Starting the game:

When you start the game, you should see the short Medieval Mod IV video, unless you use the skipcredits bypass. The caption “MM 4.00” should be shown in the Main Menu, denoting the version of the mod currently installed. In the Campaign Selection screen, you should see new campaigns with the “MM” prefix.


Game limitations and discrepancies:

Caution: You cannot play the mod if you have Huge unit sizes selected, due to the over-sized Muslim and pike units. All other sizes will work.

Faction descriptions for new or mod-enabled factions do not show up on the Faction Selection screen, due to a hard-coded restriction.

The line of faction portraits do not appear during the AI turn if your Strategic Map resolution is set to 800x600, since they will not all fit onscreen. This has no affect on gameplay.


Conversions for non-English versions:

The Winzip and self-extraction utility are both set to unzip the mod’s Language Localization files into the English language folder. This means that the mod will not work for non-English versions of the game until you do a couple of simple things. These actions will convert your game to all-English. I have included instructions in Step 1 for backing up your original files.

1)      Look in the Medieval – Total War\Loc folder, and you should see two folders. One of them will be named Eng, and contains all of the English language files for the English version of the game. The other folder will be the one for your language, say Ita for Italian, and contains all the translated, or Localized, files for your language. This is the folder the game looks for in your version, instead of the Eng folder. Cut the Ita folder out and paste it somewhere as a back-up, in case you ever want to go back to the original game. I would recommend pasting it in the Medieval – Total War\ Charts and Readmes folder.

2)      Re-name the Eng folder to match the one for your language, which would be Ita for Italian. This allows the game to find the appropriate files. That’s it. ;)



Un-installing the game:

I have set up a very simple way to un-install the mod, by pasting in the few original files that the mod over-writes.

To revert back to the original strategic map, you will need to Explore the game CD. The maps are contained in the Setup\Data\Textures\campmap directory. Simply copy this directory over the matching one in the Medieval – Total War\Textures\campmap folder. Since these maps are quite large, I feel that this method is better than including them in an un-installation system.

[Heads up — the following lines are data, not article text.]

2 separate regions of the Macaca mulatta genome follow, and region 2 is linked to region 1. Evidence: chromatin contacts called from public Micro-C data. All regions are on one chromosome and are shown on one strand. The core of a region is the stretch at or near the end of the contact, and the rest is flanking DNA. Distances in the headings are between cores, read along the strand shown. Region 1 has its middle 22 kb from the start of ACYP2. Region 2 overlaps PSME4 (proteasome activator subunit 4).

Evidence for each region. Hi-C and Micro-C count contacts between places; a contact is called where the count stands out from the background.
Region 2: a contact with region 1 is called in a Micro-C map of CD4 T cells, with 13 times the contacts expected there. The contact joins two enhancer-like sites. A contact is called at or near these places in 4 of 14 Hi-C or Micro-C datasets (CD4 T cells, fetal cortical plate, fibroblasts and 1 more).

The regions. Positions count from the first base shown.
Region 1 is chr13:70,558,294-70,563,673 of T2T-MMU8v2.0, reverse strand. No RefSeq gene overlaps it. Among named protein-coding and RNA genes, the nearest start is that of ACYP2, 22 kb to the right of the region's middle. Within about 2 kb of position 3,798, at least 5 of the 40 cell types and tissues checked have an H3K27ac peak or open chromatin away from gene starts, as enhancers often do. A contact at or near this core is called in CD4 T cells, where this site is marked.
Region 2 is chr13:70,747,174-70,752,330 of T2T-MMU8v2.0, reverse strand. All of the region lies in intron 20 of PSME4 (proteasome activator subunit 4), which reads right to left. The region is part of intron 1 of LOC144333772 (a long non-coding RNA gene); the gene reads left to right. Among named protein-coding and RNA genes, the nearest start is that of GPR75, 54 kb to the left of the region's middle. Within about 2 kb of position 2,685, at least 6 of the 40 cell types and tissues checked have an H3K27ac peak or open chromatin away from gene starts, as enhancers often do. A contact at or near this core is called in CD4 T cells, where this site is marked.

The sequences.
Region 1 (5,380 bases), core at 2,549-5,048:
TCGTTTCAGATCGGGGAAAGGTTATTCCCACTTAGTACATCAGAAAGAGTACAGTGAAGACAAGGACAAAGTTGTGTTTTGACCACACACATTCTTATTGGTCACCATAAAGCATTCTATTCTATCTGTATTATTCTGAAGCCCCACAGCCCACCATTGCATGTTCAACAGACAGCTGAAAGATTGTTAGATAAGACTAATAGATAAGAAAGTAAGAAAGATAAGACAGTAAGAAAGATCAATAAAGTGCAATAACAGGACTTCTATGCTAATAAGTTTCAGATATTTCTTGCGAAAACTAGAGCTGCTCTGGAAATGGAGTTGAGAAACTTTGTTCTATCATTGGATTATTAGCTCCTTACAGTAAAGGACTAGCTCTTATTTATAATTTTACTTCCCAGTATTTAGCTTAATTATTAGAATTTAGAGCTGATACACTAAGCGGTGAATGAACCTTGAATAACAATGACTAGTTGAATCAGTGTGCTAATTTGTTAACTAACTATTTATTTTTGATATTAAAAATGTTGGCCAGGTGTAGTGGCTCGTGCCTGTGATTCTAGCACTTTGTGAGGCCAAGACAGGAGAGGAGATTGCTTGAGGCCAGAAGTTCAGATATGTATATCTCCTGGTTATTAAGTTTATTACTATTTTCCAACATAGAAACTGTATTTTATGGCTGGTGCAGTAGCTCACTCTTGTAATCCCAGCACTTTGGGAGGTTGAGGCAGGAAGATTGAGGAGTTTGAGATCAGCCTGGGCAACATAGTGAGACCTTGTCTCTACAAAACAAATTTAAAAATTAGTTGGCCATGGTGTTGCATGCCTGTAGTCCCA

For the rest of the mod files, look in the Medieval – Total War\Charts and Readmes\un-install folder, copy its contents, and paste them into the Medieval – Total War folder. That’s all for the English version of the game.

For non-English versions, you will also need to paste your backed-up language folder into its original place, Medieval – Total War\Loc.


Color Scheme:

General changes, acknowledgements, folder references, readmes and file references, provinces, trade, buildings, Catholic, Orthodox, Muslim, Christian, ships, spearmen, infantry, cavalry, missiles, agents.


Charts and Readmes:

This file, along with the spreadsheet and some other interesting texts, is placed in your Charts and Readmes folder, which is located in your Medieval – Total War folder. If you do not have Microsoft Excel or Word, I have uploaded viewers for them to my webpage, which you may directly download by simply clicking on these links: Word '97 32-bit viewer and/or Microsoft Excel viewer .


Presenting the enormous additions and alterations contained in this mod, in a way that is convenient, intuitive and sufficiently detailed, has been one of the hardest tasks which I have faced with this version.

Your first step should be to read over the entire text of this Readme, then the Non-unit and Unit notes Word documents, followed by the Faction descriptions. The Faction descriptions document will be the one which you refer to most often. Note that you can minimize the game by pressing either Alt-Tab or the Windows key.


This Introductory Readme lists the major game improvements and new concepts added by the mod, along with its background and the details of what I set out to improve and expand in the game. Also included are the details on how to purchase, download, install and un-install it. Finally, it describes the contents and aims of all the other documents and spreadsheets which are included to further explain the massive changes made to the game, in order to help you get the most enjoyment possible from what I truly feel is a spectacular addition to an already great game.

The Non-units Word doc covers the changes made to provincial infrastructure, attributes and ownership, and how they are reflected in the new strategic map, with notes regarding specific points of interest. In addition, it covers changes to the trade system, with short descriptions and explanations where necessary. Finally, the major changes and additions to buildings are described and detailed where necessary.